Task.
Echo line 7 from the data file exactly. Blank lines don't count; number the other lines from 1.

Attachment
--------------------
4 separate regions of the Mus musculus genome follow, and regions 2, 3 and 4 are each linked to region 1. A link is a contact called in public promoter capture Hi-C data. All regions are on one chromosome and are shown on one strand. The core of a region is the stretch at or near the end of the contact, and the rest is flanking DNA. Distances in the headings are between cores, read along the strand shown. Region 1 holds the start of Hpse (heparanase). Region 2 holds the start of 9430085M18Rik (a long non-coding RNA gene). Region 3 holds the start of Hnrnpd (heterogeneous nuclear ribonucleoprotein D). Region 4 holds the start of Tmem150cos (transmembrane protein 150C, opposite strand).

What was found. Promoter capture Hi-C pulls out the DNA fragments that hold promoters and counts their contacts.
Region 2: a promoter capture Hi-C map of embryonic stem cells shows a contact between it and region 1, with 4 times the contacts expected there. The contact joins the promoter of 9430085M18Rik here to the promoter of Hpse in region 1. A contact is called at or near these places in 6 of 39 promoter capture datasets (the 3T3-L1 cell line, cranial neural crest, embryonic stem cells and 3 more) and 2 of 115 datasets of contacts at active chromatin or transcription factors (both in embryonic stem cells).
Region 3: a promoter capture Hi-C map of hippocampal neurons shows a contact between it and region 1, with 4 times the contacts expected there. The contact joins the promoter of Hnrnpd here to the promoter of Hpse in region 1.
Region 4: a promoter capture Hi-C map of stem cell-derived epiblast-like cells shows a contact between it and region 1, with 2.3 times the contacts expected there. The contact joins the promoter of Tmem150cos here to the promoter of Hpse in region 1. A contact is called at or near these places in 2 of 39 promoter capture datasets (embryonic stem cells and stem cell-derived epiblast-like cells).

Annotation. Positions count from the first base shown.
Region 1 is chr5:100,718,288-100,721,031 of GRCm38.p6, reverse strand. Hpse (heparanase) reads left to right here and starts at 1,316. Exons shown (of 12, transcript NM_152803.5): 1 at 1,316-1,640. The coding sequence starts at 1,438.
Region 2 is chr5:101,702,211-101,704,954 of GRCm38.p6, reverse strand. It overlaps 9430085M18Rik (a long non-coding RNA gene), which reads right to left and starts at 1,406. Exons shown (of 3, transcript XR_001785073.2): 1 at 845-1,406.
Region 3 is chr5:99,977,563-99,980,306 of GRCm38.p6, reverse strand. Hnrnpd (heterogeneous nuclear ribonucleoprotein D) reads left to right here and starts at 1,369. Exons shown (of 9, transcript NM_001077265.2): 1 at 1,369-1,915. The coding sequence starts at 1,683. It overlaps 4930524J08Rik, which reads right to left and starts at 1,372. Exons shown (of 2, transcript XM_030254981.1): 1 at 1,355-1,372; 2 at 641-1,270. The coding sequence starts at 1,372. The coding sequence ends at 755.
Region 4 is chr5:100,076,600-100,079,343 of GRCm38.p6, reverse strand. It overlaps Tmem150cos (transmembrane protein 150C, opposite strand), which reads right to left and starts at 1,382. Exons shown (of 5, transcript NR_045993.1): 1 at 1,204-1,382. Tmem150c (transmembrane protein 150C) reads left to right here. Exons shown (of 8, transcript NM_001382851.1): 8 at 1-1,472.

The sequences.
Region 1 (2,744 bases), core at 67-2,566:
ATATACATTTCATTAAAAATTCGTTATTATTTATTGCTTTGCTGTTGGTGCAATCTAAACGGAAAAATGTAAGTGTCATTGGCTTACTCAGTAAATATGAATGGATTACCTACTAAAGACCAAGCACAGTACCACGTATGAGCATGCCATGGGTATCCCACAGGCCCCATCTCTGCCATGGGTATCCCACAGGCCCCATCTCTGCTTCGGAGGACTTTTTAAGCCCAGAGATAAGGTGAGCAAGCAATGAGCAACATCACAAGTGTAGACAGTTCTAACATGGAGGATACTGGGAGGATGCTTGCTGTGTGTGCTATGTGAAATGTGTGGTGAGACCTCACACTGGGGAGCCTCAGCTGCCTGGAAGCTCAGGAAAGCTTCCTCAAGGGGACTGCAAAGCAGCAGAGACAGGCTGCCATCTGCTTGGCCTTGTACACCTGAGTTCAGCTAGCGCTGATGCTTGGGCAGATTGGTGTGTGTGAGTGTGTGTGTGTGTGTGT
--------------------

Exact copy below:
Region 1 is chr5:100,718,288-100,721,031 of GRCm38.p6, reverse strand. Hpse (heparanase) reads left to right here and starts at 1,316. Exons shown (of 12, transcript NM_152803.5): 1 at 1,316-1,640. The coding sequence starts at 1,438.